• Dollar's Plunge Hurts Hedge Funds Holding Bullish Bets. Many hedge funds managed to exit their bets on the dollar before its tumble Thursday. But an unfortunate few didn't make it out in time. The dollar plunged 2% against the euro to $1.419 Thursday afternoon in New York - its biggest one-day percentage drop since July 2010 - and saw even steeper losses against the Australian dollar and other currencies.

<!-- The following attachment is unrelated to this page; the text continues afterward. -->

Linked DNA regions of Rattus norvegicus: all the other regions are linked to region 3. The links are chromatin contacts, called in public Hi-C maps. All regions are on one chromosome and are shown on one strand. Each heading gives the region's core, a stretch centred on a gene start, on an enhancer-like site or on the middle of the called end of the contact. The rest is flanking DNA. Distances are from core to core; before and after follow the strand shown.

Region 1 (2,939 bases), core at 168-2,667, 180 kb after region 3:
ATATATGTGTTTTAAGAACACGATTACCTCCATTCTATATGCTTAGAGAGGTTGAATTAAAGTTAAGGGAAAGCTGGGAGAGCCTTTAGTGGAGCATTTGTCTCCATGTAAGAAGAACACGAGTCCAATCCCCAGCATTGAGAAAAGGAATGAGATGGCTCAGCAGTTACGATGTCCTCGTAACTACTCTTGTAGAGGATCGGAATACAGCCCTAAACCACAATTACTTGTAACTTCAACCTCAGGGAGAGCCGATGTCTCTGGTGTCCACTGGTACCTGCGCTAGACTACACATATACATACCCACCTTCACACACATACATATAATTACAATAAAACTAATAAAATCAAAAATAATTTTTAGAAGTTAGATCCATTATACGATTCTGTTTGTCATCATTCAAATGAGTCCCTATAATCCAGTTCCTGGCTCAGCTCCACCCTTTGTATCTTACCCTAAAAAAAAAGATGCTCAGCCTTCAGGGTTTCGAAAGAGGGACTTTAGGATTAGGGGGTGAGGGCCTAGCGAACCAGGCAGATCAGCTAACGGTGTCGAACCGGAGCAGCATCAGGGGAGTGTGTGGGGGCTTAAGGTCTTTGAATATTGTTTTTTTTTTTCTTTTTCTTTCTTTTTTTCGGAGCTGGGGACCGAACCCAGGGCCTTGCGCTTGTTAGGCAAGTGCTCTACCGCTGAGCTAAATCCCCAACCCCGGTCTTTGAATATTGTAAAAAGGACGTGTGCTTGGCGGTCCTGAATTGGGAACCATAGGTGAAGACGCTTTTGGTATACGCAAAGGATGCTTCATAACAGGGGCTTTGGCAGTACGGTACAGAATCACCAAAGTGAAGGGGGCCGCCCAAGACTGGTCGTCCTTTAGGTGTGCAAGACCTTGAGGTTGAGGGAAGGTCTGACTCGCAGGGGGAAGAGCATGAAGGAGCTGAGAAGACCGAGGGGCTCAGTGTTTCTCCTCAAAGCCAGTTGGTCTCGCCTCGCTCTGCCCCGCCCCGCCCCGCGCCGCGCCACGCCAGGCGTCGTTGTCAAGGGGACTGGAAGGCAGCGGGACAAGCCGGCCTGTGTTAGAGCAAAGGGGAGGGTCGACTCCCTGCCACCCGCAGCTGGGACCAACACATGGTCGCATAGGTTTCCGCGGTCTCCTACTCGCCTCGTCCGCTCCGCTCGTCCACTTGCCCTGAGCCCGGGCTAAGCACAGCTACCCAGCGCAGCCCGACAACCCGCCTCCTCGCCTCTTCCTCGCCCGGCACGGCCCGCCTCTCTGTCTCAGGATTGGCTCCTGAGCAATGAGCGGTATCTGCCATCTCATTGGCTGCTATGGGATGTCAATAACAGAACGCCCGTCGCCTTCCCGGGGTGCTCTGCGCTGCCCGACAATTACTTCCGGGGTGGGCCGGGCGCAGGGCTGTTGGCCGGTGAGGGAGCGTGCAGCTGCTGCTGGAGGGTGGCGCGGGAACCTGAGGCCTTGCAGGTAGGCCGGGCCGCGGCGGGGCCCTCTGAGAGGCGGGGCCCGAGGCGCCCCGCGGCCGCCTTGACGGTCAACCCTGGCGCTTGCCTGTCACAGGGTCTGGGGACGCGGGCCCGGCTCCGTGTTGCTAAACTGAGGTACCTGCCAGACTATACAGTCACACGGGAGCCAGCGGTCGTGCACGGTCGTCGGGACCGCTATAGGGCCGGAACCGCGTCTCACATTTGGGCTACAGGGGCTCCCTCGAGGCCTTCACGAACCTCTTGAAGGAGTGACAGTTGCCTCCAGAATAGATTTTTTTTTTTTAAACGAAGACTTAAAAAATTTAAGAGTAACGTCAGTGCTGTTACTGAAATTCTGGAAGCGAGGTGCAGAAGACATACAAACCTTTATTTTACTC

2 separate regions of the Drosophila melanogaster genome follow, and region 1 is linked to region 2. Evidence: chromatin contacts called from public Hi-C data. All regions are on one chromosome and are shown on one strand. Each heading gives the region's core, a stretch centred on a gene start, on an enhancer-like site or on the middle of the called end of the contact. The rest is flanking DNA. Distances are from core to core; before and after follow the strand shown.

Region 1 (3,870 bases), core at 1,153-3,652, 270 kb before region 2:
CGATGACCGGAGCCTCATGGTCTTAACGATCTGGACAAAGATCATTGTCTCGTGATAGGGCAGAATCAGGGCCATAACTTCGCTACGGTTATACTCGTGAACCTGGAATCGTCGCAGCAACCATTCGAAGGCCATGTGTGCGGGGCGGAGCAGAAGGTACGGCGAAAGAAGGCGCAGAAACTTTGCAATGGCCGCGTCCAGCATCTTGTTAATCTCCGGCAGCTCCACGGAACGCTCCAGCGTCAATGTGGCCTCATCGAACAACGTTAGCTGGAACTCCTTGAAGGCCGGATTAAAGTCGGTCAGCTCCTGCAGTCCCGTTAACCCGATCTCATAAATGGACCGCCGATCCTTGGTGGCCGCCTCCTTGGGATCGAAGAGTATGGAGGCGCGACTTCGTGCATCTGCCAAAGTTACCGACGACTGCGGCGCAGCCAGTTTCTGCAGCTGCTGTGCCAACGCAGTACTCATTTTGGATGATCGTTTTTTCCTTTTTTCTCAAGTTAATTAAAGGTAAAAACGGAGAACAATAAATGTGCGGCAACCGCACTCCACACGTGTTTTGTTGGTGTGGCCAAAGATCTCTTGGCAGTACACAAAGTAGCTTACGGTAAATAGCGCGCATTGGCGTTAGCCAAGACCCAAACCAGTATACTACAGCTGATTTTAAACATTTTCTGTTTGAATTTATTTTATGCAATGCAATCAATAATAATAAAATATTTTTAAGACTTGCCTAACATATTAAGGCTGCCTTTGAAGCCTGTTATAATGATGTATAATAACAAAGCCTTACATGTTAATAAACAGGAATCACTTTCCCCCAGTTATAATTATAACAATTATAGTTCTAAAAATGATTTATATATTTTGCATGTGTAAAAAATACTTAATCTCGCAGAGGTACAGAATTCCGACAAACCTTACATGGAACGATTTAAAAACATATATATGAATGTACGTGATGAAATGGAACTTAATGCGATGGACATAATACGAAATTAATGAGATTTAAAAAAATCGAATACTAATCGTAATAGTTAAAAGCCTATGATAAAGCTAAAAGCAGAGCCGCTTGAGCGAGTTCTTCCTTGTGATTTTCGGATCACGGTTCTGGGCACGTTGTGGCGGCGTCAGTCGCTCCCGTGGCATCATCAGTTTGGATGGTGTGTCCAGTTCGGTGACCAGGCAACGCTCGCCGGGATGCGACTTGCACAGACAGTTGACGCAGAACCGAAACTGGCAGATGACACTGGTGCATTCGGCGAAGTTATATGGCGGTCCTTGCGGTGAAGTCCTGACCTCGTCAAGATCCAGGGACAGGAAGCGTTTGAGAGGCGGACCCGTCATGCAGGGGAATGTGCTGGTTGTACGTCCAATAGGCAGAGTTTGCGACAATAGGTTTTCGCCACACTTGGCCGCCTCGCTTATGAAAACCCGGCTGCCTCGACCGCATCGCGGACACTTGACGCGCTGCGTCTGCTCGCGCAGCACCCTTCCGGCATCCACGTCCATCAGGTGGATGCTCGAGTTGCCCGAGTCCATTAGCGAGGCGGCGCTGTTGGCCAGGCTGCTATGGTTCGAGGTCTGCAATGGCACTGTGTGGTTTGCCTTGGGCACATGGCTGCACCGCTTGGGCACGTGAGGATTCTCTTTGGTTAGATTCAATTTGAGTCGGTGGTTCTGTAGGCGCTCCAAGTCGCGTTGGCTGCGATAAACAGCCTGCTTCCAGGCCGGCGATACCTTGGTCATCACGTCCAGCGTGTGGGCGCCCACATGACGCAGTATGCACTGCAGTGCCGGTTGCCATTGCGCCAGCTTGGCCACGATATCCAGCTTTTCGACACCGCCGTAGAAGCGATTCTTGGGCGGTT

• Default Insurance Market Takes Hit. A vast market in which banks, hedge funds and investors trade insurance against debt defaults got a jolt Thursday, sparking worries of new strains in the global financial system. Under the broad deal reached this week to stem the euro-zone's financial crisis, holders of credit-default swaps on Greek government bonds aren't expected to receive any payout, even though a preliminary agreement between financial institutions and European policy makers would recognize just half the face value of some Greek debt. The decision not to trigger the swaps raises questions about the value of the insurance-like contracts and exposes the limitations of the hedging strategies that banks and investors have come to rely on. The swaps are widely used by bondholders and major banks to defuse a wide range of risks, and by traders to bet on market trends. If the swaps don't pay out when bonds default, banks and funds that bought the insurance may face losses they thought they had hedged. Global markets applauded the euro-zone deal, with stock and bond prices rallying. But some market observers warn that Thursday's decision could prompt investors to back away from trading swaps on other European countries, potentially reducing demand for government bonds and further constraining credit. "You need the real money guys, the banks, to view [credit-default swaps] as a viable contract for CDS to be a real market," said Adam Fisher, chief investment officer at hedge fund Commonwealth Opportunity Master Fund Ltd., and a trader of sovereign credit-default swaps. The deal reached Thursday, he said, could "kill off the market." The failure of the swaps to pay out could push some investors out of the market for European government debt, some investors said. "If you owned a sovereign bond and you got scared because you bought CDS thinking it would pay out, you'll realize you would have been better off just selling your bond—and you'll just get rid of everything," said Ashish Shah, co-head of credit at AllianceBernstein. The cost of default insurance on Greece tumbled Thursday but remains high, showing the country is still far from resolving its debt woes even with the latest deal. Analysts say Greece could still end up defaulting on its obligations or forcing all bondholders to take losses, an outcome that could trigger swap payouts.